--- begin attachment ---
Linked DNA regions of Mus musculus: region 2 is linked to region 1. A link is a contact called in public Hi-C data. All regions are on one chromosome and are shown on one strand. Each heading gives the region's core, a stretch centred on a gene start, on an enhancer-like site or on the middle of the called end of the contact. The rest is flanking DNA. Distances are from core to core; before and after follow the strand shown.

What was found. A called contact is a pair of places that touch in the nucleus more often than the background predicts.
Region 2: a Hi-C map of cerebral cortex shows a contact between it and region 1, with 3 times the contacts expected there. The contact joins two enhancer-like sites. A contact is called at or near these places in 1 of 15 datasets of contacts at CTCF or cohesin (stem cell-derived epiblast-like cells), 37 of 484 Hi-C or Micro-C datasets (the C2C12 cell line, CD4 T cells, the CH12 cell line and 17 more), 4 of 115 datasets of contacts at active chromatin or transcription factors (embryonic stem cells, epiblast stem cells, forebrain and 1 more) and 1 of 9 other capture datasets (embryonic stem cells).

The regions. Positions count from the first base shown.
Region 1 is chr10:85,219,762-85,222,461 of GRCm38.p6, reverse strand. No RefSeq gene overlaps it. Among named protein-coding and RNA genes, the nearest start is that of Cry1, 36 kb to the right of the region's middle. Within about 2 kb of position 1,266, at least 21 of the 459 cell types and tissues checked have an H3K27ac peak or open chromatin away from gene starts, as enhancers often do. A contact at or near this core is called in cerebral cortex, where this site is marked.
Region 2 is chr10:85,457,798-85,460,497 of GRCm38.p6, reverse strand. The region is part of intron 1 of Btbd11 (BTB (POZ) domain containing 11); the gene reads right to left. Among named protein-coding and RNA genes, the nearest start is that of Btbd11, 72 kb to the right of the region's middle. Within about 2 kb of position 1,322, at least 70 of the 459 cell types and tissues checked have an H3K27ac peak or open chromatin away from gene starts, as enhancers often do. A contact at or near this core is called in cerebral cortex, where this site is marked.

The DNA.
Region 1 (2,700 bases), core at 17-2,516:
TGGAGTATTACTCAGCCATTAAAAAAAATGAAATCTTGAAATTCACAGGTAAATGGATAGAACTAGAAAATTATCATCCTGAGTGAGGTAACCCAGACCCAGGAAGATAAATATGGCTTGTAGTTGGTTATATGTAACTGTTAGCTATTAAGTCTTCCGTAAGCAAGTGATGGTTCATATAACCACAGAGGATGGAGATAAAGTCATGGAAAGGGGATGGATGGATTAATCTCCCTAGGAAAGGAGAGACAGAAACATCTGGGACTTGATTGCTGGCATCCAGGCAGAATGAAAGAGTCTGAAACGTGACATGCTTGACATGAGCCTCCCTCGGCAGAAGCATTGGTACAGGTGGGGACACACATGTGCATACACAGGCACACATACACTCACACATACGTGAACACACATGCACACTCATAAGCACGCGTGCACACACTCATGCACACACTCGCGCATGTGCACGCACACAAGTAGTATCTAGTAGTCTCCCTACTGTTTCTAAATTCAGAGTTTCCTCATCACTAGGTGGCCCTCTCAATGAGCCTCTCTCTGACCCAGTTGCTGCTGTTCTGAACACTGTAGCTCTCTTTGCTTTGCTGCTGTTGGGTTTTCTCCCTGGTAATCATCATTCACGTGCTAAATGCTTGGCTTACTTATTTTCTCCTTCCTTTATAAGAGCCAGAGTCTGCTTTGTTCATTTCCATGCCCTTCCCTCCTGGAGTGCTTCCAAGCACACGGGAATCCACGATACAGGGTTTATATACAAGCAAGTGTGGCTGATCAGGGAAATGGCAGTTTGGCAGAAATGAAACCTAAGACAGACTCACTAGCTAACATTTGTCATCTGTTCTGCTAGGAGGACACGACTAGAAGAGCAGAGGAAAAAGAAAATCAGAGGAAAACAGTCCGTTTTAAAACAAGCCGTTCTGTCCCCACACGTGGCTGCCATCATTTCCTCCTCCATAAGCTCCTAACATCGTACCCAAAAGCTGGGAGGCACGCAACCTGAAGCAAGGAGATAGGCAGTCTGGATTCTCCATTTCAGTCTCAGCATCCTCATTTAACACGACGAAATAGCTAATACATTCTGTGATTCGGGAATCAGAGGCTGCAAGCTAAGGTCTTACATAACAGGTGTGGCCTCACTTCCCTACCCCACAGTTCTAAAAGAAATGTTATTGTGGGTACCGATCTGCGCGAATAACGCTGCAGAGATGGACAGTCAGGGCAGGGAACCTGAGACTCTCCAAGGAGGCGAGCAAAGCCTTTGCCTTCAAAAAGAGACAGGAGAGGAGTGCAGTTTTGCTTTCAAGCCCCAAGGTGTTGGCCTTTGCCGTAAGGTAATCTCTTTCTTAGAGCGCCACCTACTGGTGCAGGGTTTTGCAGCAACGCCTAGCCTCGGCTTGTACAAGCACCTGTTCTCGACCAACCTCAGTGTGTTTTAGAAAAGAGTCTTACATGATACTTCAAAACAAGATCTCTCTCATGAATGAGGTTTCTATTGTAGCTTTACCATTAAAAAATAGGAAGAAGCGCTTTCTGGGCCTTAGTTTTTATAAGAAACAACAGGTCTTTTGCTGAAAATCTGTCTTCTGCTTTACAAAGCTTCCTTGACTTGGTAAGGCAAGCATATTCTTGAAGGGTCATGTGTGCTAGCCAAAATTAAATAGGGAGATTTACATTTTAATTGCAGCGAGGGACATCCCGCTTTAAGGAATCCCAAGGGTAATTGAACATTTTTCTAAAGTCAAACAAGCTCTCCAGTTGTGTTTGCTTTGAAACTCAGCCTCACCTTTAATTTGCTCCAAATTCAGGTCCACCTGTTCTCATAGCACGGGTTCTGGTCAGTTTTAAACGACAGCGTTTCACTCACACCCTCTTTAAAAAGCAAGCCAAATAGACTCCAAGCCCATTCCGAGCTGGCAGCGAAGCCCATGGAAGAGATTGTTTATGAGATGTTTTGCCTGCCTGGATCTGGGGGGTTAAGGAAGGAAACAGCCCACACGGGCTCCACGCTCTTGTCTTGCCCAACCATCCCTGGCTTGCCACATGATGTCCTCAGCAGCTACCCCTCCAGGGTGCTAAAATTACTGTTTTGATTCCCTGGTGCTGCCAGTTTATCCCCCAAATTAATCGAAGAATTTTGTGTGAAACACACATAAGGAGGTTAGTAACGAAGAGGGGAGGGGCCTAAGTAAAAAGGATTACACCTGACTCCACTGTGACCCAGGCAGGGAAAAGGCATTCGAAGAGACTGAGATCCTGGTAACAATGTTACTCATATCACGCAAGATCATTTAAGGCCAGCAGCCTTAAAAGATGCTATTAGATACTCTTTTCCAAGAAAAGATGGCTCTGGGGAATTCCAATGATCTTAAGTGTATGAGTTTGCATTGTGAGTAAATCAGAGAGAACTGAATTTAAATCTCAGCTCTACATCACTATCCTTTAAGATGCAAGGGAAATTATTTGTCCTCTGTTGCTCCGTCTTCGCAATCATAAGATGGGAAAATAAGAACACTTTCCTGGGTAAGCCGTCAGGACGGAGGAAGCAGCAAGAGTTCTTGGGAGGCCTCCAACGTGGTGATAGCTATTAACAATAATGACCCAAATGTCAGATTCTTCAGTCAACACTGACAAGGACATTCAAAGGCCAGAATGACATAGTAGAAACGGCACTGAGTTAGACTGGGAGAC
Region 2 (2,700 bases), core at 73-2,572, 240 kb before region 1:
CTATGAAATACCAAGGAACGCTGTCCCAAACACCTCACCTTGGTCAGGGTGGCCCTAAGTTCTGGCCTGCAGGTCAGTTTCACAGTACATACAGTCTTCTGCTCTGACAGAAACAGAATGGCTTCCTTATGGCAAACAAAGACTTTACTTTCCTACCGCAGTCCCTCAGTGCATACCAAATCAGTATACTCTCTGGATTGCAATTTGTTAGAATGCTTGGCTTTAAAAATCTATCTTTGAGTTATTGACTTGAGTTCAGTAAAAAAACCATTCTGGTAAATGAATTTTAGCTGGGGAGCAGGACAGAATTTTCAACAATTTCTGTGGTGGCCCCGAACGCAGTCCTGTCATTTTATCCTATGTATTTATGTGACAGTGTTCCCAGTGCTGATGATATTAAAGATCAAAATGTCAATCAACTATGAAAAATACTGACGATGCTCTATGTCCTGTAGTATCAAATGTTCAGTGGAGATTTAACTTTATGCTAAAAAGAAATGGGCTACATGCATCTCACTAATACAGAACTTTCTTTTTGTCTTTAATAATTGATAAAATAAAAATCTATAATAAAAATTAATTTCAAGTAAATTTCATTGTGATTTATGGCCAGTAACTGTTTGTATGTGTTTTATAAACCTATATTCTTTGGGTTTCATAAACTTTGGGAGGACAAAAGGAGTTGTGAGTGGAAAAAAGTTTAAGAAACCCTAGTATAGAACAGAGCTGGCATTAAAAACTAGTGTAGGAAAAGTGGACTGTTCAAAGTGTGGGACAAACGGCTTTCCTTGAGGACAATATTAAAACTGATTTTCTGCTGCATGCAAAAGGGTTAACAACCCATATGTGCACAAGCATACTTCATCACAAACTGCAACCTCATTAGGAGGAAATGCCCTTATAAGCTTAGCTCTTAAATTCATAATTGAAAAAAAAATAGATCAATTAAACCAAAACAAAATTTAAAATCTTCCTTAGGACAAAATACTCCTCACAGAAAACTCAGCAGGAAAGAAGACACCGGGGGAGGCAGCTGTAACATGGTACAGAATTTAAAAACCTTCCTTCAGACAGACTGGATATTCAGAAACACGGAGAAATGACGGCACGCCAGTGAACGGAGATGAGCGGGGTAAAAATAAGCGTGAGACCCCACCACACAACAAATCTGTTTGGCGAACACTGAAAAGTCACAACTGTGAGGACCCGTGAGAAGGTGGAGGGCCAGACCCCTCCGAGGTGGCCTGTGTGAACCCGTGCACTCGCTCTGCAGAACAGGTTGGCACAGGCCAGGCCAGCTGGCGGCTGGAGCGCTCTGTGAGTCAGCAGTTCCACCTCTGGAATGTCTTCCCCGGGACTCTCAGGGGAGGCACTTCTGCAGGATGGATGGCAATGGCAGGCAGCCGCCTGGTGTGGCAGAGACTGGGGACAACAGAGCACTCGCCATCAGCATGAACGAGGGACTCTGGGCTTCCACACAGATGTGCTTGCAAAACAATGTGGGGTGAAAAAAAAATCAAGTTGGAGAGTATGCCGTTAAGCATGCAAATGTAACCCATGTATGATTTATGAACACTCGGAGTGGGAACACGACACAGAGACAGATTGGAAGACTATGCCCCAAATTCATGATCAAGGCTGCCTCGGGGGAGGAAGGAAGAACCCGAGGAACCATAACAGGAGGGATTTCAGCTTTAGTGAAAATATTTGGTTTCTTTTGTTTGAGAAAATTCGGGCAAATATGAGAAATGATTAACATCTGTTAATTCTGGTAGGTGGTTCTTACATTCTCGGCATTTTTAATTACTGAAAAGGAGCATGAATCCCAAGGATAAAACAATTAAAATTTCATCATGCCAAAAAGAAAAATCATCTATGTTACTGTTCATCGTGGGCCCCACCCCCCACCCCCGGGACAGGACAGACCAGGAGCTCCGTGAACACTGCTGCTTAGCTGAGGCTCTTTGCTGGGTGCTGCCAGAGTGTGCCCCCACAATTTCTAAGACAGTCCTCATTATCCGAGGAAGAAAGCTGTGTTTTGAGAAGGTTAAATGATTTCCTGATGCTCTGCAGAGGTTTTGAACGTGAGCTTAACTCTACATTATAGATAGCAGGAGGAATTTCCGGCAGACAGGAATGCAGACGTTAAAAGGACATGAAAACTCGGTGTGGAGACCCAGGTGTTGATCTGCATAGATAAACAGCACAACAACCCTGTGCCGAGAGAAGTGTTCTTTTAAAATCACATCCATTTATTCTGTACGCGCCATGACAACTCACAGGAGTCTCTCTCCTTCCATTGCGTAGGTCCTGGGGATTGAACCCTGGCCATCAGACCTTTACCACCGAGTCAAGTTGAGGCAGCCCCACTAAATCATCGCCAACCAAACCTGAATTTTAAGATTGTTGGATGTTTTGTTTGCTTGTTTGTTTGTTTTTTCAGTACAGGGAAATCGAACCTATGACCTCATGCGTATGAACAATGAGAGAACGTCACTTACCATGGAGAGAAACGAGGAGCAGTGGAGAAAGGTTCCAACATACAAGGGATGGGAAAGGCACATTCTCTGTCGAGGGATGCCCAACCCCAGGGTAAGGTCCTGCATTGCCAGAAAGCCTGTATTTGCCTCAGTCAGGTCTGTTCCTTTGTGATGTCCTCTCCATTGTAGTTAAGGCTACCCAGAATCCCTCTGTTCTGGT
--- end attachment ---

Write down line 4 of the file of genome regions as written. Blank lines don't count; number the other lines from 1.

The regions. Positions count from the first base shown.